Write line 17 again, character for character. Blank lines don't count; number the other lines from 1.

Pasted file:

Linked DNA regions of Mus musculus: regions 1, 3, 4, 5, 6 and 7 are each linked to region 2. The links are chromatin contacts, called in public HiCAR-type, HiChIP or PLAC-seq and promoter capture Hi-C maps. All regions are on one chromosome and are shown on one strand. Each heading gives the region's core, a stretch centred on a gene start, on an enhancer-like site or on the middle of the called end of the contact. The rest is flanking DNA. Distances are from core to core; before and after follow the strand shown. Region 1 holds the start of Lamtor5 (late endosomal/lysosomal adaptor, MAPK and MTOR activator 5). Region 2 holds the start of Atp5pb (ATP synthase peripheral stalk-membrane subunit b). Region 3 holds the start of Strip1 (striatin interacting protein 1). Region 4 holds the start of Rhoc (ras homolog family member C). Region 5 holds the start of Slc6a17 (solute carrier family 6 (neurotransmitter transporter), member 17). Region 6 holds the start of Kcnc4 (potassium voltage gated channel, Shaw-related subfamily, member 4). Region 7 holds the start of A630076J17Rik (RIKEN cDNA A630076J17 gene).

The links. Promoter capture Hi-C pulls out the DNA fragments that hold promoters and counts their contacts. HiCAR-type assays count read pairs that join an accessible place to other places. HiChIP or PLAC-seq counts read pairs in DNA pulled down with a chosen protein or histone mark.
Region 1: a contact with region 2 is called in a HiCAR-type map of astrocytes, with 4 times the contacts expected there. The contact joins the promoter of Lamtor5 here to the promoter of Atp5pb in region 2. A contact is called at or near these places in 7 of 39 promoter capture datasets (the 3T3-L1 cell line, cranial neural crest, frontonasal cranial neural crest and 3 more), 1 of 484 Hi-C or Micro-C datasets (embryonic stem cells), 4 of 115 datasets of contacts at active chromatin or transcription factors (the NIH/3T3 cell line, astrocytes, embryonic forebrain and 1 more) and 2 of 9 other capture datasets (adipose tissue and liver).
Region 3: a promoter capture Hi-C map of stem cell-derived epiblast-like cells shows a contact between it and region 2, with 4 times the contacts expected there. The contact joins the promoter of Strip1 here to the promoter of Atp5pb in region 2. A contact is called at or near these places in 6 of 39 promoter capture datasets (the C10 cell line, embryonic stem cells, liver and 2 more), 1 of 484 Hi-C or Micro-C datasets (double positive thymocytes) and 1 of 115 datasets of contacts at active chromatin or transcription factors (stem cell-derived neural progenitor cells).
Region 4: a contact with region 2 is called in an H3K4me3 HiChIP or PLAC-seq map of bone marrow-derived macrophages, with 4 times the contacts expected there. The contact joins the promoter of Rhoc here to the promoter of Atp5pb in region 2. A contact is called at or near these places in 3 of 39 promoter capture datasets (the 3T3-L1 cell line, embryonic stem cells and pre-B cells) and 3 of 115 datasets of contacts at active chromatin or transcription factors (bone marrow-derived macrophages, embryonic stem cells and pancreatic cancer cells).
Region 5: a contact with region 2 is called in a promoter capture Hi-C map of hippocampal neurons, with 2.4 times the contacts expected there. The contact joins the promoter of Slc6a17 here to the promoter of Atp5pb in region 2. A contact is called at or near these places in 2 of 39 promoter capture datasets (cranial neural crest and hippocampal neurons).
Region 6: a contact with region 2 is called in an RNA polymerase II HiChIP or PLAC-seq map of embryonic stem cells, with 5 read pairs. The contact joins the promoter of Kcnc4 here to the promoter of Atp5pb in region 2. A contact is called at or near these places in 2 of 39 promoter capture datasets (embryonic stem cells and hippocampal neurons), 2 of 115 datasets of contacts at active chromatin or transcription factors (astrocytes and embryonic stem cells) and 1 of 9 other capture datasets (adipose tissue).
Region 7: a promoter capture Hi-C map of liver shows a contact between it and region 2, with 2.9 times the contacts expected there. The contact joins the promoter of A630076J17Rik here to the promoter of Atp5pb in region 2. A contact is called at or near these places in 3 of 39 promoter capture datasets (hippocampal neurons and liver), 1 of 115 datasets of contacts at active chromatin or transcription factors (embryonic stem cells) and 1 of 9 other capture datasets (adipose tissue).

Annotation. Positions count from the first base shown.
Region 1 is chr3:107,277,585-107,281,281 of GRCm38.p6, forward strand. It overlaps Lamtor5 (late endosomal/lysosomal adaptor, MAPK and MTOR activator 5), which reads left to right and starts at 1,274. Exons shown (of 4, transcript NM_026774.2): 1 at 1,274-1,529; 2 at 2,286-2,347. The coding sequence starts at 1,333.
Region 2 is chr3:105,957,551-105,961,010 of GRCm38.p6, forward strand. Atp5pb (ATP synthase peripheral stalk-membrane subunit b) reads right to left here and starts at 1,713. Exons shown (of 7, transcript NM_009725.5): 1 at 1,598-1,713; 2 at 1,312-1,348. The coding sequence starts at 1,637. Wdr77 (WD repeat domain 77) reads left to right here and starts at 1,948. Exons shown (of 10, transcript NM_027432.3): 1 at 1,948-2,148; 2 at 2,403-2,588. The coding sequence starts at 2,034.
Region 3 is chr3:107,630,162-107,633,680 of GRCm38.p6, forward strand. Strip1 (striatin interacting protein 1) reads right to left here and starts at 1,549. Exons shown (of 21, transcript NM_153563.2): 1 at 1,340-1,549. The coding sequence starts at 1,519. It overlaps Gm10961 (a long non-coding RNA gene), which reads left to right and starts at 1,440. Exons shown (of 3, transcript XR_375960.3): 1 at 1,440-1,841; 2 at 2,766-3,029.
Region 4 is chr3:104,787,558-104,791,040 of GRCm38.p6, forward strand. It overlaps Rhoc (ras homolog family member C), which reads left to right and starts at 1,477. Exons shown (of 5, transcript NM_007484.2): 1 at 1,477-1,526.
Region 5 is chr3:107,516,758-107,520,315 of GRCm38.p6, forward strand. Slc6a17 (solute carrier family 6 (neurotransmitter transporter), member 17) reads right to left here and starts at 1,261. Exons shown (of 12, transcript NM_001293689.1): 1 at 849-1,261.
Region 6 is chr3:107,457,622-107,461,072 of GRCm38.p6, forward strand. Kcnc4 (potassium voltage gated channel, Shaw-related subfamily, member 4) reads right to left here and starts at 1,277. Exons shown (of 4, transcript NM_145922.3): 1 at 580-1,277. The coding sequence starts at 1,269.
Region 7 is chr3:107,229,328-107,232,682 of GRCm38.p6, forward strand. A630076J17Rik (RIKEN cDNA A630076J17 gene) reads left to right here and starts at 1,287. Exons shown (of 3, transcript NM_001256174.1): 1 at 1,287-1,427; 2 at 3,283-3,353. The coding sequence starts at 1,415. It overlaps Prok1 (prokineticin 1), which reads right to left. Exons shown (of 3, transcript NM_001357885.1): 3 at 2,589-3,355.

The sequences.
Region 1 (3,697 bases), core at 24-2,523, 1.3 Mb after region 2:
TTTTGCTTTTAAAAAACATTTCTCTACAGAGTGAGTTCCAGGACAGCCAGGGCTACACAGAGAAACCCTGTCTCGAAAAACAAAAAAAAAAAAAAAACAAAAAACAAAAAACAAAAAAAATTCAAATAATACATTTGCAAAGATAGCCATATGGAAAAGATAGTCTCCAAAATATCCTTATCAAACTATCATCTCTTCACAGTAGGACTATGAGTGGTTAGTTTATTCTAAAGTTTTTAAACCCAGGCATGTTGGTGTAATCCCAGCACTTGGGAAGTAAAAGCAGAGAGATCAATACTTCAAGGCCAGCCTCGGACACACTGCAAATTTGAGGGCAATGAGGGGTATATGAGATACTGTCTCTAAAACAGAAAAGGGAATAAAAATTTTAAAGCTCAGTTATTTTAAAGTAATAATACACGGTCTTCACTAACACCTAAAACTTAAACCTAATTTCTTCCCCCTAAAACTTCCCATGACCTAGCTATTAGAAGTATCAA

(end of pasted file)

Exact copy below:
The sequences.